0
$\begingroup$

I was given an excellent answer to a previous question about finding a second derivative of a function. At the end of the answer the writer said there was an alternative method, using the chain rule. I cannot find how to do this.

I am trying to find the second derivative of function $y = \sqrt\frac{6x}{x + 2}$ when x = 4.

I can follow all of the following:

$y = \sqrt\frac{6x}{x + 2} = \sqrt u$

For first derivative:

$\frac{dy}{dx} = \frac{dy}{du}.\frac{du}{dx} = \frac{1}{2 \sqrt u}.\frac{12}{(x + 2)^2} = \frac {6}{(x + 2)^2}\sqrt \frac{x + 2}{6x}$

$= 6(6x)^{-1/2}(x + 2)^{-3/2}$

Now, this is where I come unstuck.

I know I use the formula $\frac{dy}{dx} = u\frac{dv}{dx} + v\frac{du}{dx}$

Let $u = 6(6x)^{-1/2}, v = (x + 2)^{-3/2}$

I calculate $\frac{dv}{dx}$ = $\frac{-3}{2}(x + 2)^{-5/2}, \frac{du}{dx} = -18(6x)^{-3/2}$

Am I going right so far? My workings turn very messy and I cannot obtain the final answer, which should be -1/32.

$\endgroup$
5
  • $\begingroup$ First, you don't say what you are taking to be "u" and what "v". $\endgroup$
    – user247327
    Oct 16 '20 at 16:33
  • $\begingroup$ "The answer should be $-\frac{1}{32}$." Is that the derivative at a specific point? Because this function certainly does not have a constant second derivative... $\endgroup$ Oct 16 '20 at 16:49
  • $\begingroup$ (Your calculations of $\frac{dv}{dx}$ and $\frac{du}{dx}$ are correct, given your $u$ and $v$; I did not check if your $u$ and $v$ are correct.) $\endgroup$ Oct 16 '20 at 16:50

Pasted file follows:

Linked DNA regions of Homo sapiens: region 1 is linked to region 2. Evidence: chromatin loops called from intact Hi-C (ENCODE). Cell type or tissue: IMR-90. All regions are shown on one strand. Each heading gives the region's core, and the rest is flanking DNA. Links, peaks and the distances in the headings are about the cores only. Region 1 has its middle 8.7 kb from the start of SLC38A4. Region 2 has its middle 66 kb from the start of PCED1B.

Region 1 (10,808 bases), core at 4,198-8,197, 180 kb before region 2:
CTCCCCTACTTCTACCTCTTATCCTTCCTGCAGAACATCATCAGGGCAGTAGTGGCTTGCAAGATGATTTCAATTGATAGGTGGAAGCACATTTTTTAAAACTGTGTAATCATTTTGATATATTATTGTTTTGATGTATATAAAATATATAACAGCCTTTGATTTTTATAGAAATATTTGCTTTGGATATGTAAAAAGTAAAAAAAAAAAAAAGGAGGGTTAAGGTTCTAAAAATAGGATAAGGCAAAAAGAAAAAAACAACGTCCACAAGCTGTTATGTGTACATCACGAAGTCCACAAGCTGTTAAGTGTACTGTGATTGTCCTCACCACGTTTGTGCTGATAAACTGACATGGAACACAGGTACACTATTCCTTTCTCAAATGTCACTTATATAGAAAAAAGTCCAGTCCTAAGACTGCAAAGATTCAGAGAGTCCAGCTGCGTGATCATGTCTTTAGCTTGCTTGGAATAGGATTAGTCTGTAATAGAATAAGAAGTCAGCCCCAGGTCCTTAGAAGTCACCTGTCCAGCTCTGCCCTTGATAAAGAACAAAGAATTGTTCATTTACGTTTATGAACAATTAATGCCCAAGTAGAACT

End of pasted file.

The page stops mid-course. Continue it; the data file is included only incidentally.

• $\begingroup$ Sorry. When x = 4 $\endgroup$
    – Steblo
    Oct 16 '20 at 16:50
  • $\begingroup$ Then just plug in $x=4$ into $u$, $v$, $u'$, and $v'$, and then do the operation. No need to find the general formula if all you need is a single value. $\endgroup$ Oct 16 '20 at 16:58
2
$\begingroup$

If $u=6(6x)^{-1/2}$, then $u' = -\frac{6}{2}(6x)^{-3/2}(6x)' = -18(6x)^{-3/2}$.

If $v=(x+2)^{-3/2}$, then $v' = -\frac{3}{2}(x+2)^{-5/2}(x+2)' = -\frac{3}{2}(x+2)^{-5/2}$.

If all you need to do is figure out the value at $x=4$, then don't find a full formula for the second derivative: just plug in $x=4$ into $u$, $v$, $\frac{du}{dx}$ and $\frac{dv}{dx}$ before plugging into the formula for the second derivative.

There is no point in finding the general formula for the second derivative if all you need is a single value.

At $x=4$, $u(4) = 6(24)^{-1/2} = \frac{6}{\sqrt{24}} = \frac{6}{2\sqrt{6}} = \frac{\sqrt{6}}{2}$.

At $x=4$, $u'(4)=-\frac{18}{(24)^{-3/2}} = -\frac{18}{(2\sqrt{6})^3} = -\frac{3}{8\sqrt{6}}$.

At $x=4$, $v(4) = \frac{1}{6^{-3/2}} = \frac{1}{(\sqrt{6})^3}= \frac{1}{6\sqrt{6}}$.

At $x=4$, $v'(4) = -\frac{3}{2(\sqrt{6})^{5}} = -\frac{3}{72\sqrt{6}} = -\frac{1}{24\sqrt{6}}$.

So $$\begin{align*} u\frac{dv}{dx} + v\frac{du}{dx}\Bigm|_{x=4} &= \frac{\sqrt{6}}{2}\left(-\frac{1}{24\sqrt{6}}\right) + \frac{1}{6\sqrt{6}}\left(-\frac{3}{8\sqrt{6}}\right)\\ &= -\frac{1}{48} - \frac{3}{(36)(8)} = -\frac{1}{48}-\frac{1}{96}\\ &= -\frac{2}{96} - \frac{1}{96} = -\frac{3}{96} = -\frac{1}{32}. \end{align*}$$

$\endgroup$
0

Your Answer

By clicking “Post Your Answer”, you agree to our terms of service, privacy policy and cookie policy

Not the answer you're looking for? Browse other questions tagged or ask your own question.